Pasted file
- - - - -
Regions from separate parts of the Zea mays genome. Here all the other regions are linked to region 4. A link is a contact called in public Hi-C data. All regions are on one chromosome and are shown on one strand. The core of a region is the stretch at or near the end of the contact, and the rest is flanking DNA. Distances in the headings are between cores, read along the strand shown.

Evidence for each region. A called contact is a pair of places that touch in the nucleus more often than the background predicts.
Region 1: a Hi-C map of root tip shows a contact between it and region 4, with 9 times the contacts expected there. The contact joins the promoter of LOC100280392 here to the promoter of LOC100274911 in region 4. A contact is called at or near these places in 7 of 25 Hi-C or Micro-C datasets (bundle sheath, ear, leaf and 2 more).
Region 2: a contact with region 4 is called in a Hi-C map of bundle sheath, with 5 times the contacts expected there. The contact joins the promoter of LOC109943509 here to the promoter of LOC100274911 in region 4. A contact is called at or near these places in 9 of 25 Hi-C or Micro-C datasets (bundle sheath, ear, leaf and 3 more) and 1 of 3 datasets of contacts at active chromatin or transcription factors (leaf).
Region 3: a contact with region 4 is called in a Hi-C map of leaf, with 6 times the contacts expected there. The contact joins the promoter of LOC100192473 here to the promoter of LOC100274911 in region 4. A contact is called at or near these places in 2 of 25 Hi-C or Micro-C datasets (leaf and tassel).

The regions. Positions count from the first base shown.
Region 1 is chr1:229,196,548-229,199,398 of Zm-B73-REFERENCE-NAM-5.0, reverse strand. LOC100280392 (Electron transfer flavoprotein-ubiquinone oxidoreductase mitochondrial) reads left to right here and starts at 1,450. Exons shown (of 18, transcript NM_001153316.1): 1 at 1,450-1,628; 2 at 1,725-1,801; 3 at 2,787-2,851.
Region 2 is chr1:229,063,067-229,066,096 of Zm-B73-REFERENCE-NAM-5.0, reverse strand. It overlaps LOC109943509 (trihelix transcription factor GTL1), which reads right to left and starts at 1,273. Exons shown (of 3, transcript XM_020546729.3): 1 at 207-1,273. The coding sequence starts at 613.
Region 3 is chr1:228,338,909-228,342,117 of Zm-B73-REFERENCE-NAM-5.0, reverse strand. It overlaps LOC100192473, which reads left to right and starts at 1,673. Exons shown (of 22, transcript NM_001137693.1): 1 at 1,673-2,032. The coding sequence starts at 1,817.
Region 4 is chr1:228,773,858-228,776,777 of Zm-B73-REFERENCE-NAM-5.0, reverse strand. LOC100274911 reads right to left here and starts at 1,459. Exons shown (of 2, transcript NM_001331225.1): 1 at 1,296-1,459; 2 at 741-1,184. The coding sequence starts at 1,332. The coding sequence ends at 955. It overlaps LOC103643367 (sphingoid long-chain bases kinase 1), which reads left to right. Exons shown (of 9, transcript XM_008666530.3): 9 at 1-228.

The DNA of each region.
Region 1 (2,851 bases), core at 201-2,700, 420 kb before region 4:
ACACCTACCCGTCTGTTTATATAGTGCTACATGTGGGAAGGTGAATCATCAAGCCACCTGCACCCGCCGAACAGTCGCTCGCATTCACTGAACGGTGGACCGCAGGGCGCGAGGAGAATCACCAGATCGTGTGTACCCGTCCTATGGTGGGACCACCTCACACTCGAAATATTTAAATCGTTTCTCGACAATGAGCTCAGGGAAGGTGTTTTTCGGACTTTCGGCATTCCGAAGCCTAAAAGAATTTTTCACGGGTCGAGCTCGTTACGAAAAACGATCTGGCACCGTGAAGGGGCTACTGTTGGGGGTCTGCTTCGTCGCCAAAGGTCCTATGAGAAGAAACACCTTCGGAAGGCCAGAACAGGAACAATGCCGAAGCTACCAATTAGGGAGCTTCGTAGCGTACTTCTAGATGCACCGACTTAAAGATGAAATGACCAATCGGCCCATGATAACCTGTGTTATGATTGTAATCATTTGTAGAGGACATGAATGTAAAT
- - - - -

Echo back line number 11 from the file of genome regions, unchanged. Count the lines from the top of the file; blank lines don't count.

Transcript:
The DNA of each region.